The imaging path was analyzed in ZEMAX sequential mode, and MTFs with geometric optical aberrations were considered. Figure 7 shows tangential (T) and sagittal (S) curves for the system (eye model and retina camera) MTF as a function of spatial frequency in object space in cyc/mm (lower axis). Beginning with the fundus of the eye as the object surface, MTFs were calculated for three field heights, at 0 mm (blue), 0.9613 mm (green), and 1.4084 mm (red), corresponding to field angles of 0°, 10°, and 15°, respectively. The diffraction limit is indicated by the dotted line in the figure. The effective imaging aperture in the rSRE was 1.02 mm, valid for a CW of 1.68 mm. For modulation transfer assessment of the retina camera optics, in respect to the in-vivo performance of rat eye according to [34], two prominent spatial frequencies are indicated in Fig. 7: 1 cyc/deg and 2 cyc/deg for exemplary contrasts of 0.5 and 0.1, respectively. Additionally, the on-axis contrast at 0.5 for the rSRE is shown for comparison.
Fig. 7
Fig. 7
ZEMAX SC mode results, showing system (eye model and retina camera) MTF data for the imaging path at 560 nm wavelength, with spatial frequencies in object space given in cyc/mm (lower horizontal axis). The MTF diffraction limit is represented by the dotted (more ...)
Figure 8 shows the ZEMAX results as spot diagrams, field curvature plots, and a distortion plot in the image plane. The spot diagram in Fig. 8(a) represents geometric ray tracing results for three image heights (mm), with the corresponding object heights. The diffraction limit is demonstrated by the black circle representing the Airy disk (rAiry = 23.72 µm). Figure 8(b) shows tangential and sagittal field curvature data as a function of field height. With increasing field height, a steady rise in divergence occurs between T and S, up to 1.44 mm at the maximum field height. Figure 8(c) demonstrates distortion behavior as a percentage. The maximum value is + 8.86% (barrel distortion).
Fig. 8
Fig. 8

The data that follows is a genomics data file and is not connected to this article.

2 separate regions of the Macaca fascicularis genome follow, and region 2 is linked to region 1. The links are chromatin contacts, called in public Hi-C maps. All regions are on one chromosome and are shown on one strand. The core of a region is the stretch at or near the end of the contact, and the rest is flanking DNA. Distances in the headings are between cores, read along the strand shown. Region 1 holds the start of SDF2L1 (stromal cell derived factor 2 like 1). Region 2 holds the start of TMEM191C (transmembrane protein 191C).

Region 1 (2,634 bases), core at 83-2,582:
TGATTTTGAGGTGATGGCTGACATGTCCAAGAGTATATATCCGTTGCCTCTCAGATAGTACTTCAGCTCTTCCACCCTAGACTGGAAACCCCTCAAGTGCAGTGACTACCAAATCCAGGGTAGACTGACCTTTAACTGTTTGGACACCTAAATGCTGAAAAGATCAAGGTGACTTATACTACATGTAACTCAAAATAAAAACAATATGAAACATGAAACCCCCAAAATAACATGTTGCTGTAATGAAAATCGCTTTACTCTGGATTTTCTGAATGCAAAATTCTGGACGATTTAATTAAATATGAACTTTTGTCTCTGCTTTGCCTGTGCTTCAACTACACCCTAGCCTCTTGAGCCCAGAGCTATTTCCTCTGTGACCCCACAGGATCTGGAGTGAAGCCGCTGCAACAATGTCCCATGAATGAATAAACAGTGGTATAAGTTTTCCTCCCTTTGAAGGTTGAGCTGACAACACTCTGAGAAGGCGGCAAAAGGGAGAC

Performance parameters of image plane lens design in ZEMAX. (a) Spot diagram at the image plane for the field points 0 mm, 2.475 mm, and 3.5 mm, corresponding to rSRE field angles of 0°, 10°, and 15°, respectively. The circle indicates (more ...)
3.7 Fundus imaging
With the DVA-R setup in Fig. 1 equipped with the optical system shown in Fig. 5, 30° single fundus images were taken in 9 Brown-Norway rats and a Wistar rat. Two typical fundus images shown in Fig. 9(a) , 9(b) are both almost reflex-free. In the Brown-Norway fundus image (a), residual optical reflex can be seen centrally, just superior to the optic disk. In the Wistar fundus image (b), no reflexes occur due to the optics, but the greater penetration depth enables visualization of structures from deeper layers.
Fig. 9
Fig. 9
High-contrast fundus images of rats, obtained with the DVA-R, show retinal vessels arising from the optic disk. (a) Brown-Norway rat fundus image shows a residual optical reflex centrally, just superior to the optic disk. (b) Wistar rat fundus image shows (more ...)
3.8 Dynamic vessel analysis
Dynamic retinal vessel analysis was performed in 9 Brown-Norway rats. One retinal artery segment and one vein segment were selected manually in the DVA-R selection window (Fig. 10(a) ) prior to measurement. For functional demonstration, 7-minute baseline measurements were recorded. The time courses of the vessel diameters in a typical experiment are shown in Fig. 10(b). The diameter (mean ± standard deviation) could be ascertained to (31.6 ± 0.275) µm for the artery and (45.0 ± 0.271) µm for the vein for that rat.
Fig. 10
Fig. 10